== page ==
I’m generally fascinated by language: how people received it; how the words we use can change how people perceive us; misunderstandings and errors, and the crossovers between languages and different sounds. I particularly like to use a kind of homophone style and break up words to make the readers think about how easily words can be misconstrued and how the individual syllables can be separated and made into something else.

I hope different readers let their minds drift in different ways, and take an active approach to reading my poems. There’s no right answer about where your mind is supposed to go.

Blackpool Illuminations 2016Let your themes choose you

When I was putting Hope Alt Delete together, I pulled together a lot of work – some old and some new. I noticed some themes running through a lot of the poems: hope, home and a sense of misunderstanding. It was kind of reassuring to see that I’m the same person I was when I wrote the older poems as some of the essential themes have stuck in there but I think I’ve changed too, so some edits were necessary.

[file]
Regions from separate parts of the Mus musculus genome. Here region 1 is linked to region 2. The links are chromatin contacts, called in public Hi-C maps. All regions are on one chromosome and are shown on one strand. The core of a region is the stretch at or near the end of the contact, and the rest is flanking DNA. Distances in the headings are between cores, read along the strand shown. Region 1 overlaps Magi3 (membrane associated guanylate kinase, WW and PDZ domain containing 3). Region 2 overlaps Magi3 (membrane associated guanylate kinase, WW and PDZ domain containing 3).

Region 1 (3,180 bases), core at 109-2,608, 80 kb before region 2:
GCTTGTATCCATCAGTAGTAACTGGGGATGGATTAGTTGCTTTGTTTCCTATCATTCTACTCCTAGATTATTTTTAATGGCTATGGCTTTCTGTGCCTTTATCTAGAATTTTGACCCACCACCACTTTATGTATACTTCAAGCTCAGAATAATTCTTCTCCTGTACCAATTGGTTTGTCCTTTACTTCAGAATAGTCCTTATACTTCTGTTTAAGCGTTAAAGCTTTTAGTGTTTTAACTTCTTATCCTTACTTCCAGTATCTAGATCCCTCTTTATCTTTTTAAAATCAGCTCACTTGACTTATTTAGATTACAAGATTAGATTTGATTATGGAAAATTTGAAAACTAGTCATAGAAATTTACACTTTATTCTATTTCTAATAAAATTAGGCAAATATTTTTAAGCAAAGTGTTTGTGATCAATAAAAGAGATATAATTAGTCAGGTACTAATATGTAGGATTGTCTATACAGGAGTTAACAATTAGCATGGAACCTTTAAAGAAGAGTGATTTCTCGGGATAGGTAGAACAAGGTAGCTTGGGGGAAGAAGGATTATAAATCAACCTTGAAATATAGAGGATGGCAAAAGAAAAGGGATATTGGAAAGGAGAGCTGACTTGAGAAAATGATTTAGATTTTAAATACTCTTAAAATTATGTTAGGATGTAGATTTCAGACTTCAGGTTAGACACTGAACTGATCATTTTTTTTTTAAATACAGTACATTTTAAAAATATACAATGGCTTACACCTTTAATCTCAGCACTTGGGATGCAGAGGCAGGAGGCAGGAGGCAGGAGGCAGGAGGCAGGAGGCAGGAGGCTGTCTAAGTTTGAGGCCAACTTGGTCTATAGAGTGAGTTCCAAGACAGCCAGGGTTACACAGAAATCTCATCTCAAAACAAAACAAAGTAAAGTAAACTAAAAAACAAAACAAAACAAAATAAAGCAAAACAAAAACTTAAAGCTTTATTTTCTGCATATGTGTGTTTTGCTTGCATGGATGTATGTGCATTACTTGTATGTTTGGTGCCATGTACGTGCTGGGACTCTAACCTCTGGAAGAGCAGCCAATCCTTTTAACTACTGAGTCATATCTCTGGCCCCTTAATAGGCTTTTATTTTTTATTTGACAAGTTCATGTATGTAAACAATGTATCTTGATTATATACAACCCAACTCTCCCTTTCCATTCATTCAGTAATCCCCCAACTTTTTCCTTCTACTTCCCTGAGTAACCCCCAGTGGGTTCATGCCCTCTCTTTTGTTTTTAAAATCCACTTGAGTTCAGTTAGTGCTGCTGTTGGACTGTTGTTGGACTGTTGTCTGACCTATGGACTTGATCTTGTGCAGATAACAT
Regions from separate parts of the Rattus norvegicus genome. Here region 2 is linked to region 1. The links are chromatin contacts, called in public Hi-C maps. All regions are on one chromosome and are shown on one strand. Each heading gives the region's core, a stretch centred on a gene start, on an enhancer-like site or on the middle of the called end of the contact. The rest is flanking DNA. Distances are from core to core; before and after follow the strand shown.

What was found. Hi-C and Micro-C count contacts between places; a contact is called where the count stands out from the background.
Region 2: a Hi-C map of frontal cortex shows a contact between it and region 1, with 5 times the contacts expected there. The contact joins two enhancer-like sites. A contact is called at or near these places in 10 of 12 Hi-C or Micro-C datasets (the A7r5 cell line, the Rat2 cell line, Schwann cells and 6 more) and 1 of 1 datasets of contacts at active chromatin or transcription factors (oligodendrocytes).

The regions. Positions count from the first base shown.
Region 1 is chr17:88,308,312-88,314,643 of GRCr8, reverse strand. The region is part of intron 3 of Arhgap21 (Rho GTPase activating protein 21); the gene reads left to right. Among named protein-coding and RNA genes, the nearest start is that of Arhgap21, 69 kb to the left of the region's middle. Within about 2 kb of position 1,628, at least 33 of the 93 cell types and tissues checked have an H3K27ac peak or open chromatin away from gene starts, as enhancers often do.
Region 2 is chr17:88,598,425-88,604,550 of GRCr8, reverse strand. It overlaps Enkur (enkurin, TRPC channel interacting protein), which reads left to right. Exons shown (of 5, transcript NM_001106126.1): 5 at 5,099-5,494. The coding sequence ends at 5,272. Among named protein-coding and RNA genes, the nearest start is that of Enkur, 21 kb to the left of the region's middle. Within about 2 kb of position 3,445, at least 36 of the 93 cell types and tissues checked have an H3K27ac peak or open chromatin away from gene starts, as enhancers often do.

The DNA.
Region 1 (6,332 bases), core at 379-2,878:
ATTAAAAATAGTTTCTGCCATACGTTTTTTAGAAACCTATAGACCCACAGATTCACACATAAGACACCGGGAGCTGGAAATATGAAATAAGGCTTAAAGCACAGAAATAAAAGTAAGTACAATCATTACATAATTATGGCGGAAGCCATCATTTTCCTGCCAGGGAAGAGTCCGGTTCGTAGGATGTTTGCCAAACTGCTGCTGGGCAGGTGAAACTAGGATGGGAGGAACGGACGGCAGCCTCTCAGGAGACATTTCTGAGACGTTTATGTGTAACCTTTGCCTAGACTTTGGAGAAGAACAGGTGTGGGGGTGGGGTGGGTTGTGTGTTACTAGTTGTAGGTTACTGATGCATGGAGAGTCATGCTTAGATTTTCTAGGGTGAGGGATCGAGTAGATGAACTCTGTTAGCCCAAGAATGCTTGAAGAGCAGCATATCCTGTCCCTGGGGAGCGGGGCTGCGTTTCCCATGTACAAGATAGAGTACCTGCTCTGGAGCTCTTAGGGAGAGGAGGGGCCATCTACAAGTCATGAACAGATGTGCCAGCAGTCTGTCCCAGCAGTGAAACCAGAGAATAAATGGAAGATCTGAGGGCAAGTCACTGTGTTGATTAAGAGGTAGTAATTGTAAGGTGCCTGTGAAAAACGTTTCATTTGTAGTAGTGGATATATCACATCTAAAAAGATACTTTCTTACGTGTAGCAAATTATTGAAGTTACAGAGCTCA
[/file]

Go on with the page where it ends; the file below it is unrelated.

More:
Sometimes the misunderstanding stems from me, hence the playing around with words and sounds, yet other times, it’s the confusions and frustrations that occur in everyday communication with others.

As for the idea of home, I think it’s something I’ve always been fascinated by; your roots, where you identify as your home, whether you can have different homes and whether you class somewhere as home for a particular reason.

Lastly, in relation to hope, I’ve always been a realistic but hopeful person. That’s where the title came from. Instead of pressing Ctrl+Alt+Delete to terminate something and start again, I wanted to put some hope in there too – even if you do have to start again, all is not necessarily lost.